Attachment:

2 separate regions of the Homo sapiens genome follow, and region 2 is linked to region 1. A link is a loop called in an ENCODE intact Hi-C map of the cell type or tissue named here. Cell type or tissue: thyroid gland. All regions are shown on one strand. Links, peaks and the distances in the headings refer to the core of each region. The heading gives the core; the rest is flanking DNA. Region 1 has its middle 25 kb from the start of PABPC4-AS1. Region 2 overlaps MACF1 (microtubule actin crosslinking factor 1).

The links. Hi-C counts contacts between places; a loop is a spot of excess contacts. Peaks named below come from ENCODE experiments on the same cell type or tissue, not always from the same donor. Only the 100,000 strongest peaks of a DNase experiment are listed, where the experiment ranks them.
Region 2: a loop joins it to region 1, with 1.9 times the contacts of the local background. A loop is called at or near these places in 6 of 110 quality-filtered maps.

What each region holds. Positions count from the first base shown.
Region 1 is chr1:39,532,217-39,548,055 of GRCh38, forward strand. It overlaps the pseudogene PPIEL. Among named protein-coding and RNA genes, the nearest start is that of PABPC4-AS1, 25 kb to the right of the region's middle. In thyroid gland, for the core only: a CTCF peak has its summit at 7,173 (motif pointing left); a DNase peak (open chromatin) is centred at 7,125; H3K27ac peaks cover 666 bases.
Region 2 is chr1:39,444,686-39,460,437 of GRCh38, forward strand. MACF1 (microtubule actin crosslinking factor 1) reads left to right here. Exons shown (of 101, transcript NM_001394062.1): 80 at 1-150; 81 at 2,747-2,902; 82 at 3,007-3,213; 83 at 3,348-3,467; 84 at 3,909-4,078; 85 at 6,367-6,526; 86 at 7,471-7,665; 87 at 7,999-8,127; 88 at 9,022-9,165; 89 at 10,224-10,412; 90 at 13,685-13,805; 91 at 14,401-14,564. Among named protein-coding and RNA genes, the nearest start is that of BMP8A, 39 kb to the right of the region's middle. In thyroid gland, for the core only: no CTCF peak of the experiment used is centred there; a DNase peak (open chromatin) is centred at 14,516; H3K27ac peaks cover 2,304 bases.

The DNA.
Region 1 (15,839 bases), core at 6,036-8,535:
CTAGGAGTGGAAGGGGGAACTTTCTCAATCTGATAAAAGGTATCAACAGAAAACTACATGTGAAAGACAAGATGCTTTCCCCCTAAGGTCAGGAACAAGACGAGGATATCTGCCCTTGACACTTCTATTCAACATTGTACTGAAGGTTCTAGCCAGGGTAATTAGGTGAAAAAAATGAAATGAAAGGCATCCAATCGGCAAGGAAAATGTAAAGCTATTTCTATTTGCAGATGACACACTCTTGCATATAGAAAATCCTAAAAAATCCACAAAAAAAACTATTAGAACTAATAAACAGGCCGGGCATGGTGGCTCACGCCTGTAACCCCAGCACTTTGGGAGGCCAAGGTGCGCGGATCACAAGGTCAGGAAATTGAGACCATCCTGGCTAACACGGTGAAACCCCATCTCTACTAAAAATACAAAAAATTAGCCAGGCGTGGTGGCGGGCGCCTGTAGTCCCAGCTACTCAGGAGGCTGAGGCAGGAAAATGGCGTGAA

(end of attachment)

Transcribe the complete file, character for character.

2 separate regions of the Homo sapiens genome follow, and region 2 is linked to region 1. A link is a loop called in an ENCODE intact Hi-C map of the cell type or tissue named here. Cell type or tissue: thyroid gland. All regions are shown on one strand. Links, peaks and the distances in the headings refer to the core of each region. The heading gives the core; the rest is flanking DNA. Region 1 has its middle 25 kb from the start of PABPC4-AS1. Region 2 overlaps MACF1 (microtubule actin crosslinking factor 1).

The links. Hi-C counts contacts between places; a loop is a spot of excess contacts. Peaks named below come from ENCODE experiments on the same cell type or tissue, not always from the same donor. Only the 100,000 strongest peaks of a DNase experiment are listed, where the experiment ranks them.
Region 2: a loop joins it to region 1, with 1.9 times the contacts of the local background. A loop is called at or near these places in 6 of 110 quality-filtered maps.

What each region holds. Positions count from the first base shown.
Region 1 is chr1:39,532,217-39,548,055 of GRCh38, forward strand. It overlaps the pseudogene PPIEL. Among named protein-coding and RNA genes, the nearest start is that of PABPC4-AS1, 25 kb to the right of the region's middle. In thyroid gland, for the core only: a CTCF peak has its summit at 7,173 (motif pointing left); a DNase peak (open chromatin) is centred at 7,125; H3K27ac peaks cover 666 bases.
Region 2 is chr1:39,444,686-39,460,437 of GRCh38, forward strand. MACF1 (microtubule actin crosslinking factor 1) reads left to right here. Exons shown (of 101, transcript NM_001394062.1): 80 at 1-150; 81 at 2,747-2,902; 82 at 3,007-3,213; 83 at 3,348-3,467; 84 at 3,909-4,078; 85 at 6,367-6,526; 86 at 7,471-7,665; 87 at 7,999-8,127; 88 at 9,022-9,165; 89 at 10,224-10,412; 90 at 13,685-13,805; 91 at 14,401-14,564. Among named protein-coding and RNA genes, the nearest start is that of BMP8A, 39 kb to the right of the region's middle. In thyroid gland, for the core only: no CTCF peak of the experiment used is centred there; a DNase peak (open chromatin) is centred at 14,516; H3K27ac peaks cover 2,304 bases.

The DNA.
Region 1 (15,839 bases), core at 6,036-8,535:
CTAGGAGTGGAAGGGGGAACTTTCTCAATCTGATAAAAGGTATCAACAGAAAACTACATGTGAAAGACAAGATGCTTTCCCCCTAAGGTCAGGAACAAGACGAGGATATCTGCCCTTGACACTTCTATTCAACATTGTACTGAAGGTTCTAGCCAGGGTAATTAGGTGAAAAAAATGAAATGAAAGGCATCCAATCGGCAAGGAAAATGTAAAGCTATTTCTATTTGCAGATGACACACTCTTGCATATAGAAAATCCTAAAAAATCCACAAAAAAAACTATTAGAACTAATAAACAGGCCGGGCATGGTGGCTCACGCCTGTAACCCCAGCACTTTGGGAGGCCAAGGTGCGCGGATCACAAGGTCAGGAAATTGAGACCATCCTGGCTAACACGGTGAAACCCCATCTCTACTAAAAATACAAAAAATTAGCCAGGCGTGGTGGCGGGCGCCTGTAGTCCCAGCTACTCAGGAGGCTGAGGCAGGAAAATGGCGTGAA